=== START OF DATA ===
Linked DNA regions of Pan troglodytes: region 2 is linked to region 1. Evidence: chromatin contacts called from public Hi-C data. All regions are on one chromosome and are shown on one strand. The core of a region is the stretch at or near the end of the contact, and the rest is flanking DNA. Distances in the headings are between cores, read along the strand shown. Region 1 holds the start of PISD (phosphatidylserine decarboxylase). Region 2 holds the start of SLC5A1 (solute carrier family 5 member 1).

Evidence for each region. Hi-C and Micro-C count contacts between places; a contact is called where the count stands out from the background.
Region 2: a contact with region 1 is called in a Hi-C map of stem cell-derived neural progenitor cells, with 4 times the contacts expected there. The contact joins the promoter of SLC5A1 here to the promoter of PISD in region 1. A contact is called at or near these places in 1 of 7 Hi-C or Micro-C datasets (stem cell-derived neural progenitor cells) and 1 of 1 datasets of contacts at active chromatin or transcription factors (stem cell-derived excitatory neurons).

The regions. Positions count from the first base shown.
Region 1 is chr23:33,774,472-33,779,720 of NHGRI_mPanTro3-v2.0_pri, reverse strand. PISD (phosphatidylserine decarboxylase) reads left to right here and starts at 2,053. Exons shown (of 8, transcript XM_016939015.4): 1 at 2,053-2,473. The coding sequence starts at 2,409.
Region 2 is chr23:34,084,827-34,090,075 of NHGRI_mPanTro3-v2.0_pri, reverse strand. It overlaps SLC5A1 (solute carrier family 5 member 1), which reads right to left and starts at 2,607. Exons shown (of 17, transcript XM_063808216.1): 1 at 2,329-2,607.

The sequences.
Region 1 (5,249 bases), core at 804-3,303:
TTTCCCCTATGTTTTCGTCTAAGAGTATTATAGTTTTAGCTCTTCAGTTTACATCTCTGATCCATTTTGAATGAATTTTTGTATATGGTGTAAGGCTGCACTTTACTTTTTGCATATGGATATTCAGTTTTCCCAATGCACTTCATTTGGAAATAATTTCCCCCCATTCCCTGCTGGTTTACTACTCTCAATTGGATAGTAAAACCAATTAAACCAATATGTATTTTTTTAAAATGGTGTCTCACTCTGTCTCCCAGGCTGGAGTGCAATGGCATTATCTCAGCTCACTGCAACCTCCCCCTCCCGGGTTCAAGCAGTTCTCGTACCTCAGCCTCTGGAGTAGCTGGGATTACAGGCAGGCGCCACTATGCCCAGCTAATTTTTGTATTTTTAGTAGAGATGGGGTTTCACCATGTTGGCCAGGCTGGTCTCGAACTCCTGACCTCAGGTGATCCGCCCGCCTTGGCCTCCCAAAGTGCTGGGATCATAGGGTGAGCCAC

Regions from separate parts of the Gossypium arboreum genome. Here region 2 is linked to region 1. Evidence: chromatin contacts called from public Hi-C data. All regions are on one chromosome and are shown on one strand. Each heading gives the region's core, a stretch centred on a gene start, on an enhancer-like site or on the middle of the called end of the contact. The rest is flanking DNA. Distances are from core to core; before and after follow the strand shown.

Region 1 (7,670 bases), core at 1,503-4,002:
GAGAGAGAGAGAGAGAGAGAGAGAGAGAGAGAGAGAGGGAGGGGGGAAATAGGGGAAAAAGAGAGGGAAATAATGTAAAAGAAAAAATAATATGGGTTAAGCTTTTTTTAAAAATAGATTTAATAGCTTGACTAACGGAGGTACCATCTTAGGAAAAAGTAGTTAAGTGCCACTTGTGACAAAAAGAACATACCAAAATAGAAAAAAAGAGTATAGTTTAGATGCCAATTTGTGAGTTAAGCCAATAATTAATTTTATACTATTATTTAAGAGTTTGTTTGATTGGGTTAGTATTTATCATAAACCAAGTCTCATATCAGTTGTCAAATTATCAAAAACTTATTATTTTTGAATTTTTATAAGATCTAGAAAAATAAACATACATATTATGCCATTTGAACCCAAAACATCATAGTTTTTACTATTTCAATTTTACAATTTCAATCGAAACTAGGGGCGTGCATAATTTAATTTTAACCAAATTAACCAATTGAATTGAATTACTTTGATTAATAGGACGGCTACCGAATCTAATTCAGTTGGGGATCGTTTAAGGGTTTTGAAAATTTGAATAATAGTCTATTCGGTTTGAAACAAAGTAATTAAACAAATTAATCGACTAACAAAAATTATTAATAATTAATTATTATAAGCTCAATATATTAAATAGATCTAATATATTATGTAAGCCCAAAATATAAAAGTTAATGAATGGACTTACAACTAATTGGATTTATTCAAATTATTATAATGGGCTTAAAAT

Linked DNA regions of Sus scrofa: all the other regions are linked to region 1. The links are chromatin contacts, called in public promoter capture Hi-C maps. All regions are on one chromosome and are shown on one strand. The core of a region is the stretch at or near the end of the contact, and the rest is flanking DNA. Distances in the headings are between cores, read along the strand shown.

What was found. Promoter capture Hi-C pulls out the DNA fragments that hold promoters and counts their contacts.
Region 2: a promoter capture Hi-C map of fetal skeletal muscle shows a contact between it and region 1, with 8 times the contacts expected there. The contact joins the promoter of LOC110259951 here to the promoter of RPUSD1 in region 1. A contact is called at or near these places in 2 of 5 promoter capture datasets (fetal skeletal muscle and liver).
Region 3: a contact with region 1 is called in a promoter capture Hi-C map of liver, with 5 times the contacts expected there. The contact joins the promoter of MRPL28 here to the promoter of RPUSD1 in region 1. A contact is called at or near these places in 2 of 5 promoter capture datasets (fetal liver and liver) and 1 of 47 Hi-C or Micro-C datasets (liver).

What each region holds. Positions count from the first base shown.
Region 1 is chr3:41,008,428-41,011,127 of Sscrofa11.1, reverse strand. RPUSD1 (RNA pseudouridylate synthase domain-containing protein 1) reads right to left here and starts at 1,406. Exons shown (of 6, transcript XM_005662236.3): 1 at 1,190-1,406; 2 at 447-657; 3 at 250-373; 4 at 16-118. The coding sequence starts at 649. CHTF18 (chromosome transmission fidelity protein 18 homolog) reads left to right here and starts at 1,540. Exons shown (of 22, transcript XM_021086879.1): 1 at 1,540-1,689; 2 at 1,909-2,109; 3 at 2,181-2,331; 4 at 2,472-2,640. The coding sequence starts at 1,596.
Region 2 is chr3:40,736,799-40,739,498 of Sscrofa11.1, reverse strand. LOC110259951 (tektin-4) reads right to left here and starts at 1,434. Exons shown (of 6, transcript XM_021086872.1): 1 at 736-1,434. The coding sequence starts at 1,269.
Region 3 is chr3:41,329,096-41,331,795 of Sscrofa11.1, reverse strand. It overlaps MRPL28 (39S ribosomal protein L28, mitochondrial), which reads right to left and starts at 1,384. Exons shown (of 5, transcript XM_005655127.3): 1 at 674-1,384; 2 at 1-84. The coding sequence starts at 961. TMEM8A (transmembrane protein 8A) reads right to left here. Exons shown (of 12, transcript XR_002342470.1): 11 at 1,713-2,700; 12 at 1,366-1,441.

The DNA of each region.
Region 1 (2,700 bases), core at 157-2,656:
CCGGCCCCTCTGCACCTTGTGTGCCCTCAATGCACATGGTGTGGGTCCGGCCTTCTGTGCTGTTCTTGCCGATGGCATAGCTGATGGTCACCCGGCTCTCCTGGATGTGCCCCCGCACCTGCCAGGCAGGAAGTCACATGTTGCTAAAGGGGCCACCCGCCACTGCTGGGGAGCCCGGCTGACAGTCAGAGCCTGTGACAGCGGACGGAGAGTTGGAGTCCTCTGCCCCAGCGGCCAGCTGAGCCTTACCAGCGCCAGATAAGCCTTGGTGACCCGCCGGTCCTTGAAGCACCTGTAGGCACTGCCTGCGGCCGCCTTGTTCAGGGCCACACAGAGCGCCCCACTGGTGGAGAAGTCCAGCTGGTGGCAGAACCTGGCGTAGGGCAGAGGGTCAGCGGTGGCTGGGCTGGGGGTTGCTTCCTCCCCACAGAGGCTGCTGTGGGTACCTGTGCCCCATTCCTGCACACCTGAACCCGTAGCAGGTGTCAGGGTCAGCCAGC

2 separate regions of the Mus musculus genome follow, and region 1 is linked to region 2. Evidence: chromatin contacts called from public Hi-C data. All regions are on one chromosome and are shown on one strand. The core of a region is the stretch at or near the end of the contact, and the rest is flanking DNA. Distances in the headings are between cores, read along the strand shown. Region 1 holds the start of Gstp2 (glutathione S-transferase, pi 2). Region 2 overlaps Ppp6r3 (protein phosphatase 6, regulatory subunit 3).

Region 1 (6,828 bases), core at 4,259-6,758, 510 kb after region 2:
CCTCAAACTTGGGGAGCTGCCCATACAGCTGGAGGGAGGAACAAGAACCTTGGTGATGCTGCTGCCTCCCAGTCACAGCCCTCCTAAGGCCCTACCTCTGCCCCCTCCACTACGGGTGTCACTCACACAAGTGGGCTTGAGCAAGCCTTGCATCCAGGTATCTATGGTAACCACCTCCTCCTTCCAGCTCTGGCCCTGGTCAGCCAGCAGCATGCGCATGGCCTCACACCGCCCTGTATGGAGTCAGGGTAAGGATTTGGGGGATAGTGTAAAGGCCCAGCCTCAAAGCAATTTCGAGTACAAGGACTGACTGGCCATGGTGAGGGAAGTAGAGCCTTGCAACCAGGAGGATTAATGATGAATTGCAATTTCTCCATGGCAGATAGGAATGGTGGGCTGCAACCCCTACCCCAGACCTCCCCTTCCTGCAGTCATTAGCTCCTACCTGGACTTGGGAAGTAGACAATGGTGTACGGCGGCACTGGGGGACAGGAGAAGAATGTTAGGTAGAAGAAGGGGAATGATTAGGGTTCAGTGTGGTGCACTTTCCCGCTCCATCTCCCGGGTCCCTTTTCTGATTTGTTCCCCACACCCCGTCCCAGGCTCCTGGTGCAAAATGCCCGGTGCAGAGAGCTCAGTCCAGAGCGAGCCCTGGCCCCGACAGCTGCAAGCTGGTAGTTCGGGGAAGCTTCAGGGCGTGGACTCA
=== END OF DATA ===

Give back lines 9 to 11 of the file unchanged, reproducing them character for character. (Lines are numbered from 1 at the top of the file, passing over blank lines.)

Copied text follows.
TTTCCCCTATGTTTTCGTCTAAGAGTATTATAGTTTTAGCTCTTCAGTTTACATCTCTGATCCATTTTGAATGAATTTTTGTATATGGTGTAAGGCTGCACTTTACTTTTTGCATATGGATATTCAGTTTTCCCAATGCACTTCATTTGGAAATAATTTCCCCCCATTCCCTGCTGGTTTACTACTCTCAATTGGATAGTAAAACCAATTAAACCAATATGTATTTTTTTAAAATGGTGTCTCACTCTGTCTCCCAGGCTGGAGTGCAATGGCATTATCTCAGCTCACTGCAACCTCCCCCTCCCGGGTTCAAGCAGTTCTCGTACCTCAGCCTCTGGAGTAGCTGGGATTACAGGCAGGCGCCACTATGCCCAGCTAATTTTTGTATTTTTAGTAGAGATGGGGTTTCACCATGTTGGCCAGGCTGGTCTCGAACTCCTGACCTCAGGTGATCCGCCCGCCTTGGCCTCCCAAAGTGCTGGGATCATAGGGTGAGCCAC

Regions from separate parts of the Gossypium arboreum genome. Here region 2 is linked to region 1. Evidence: chromatin contacts called from public Hi-C data. All regions are on one chromosome and are shown on one strand. Each heading gives the region's core, a stretch centred on a gene start, on an enhancer-like site or on the middle of the called end of the contact. The rest is flanking DNA. Distances are from core to core; before and after follow the strand shown.

Region 1 (7,670 bases), core at 1,503-4,002: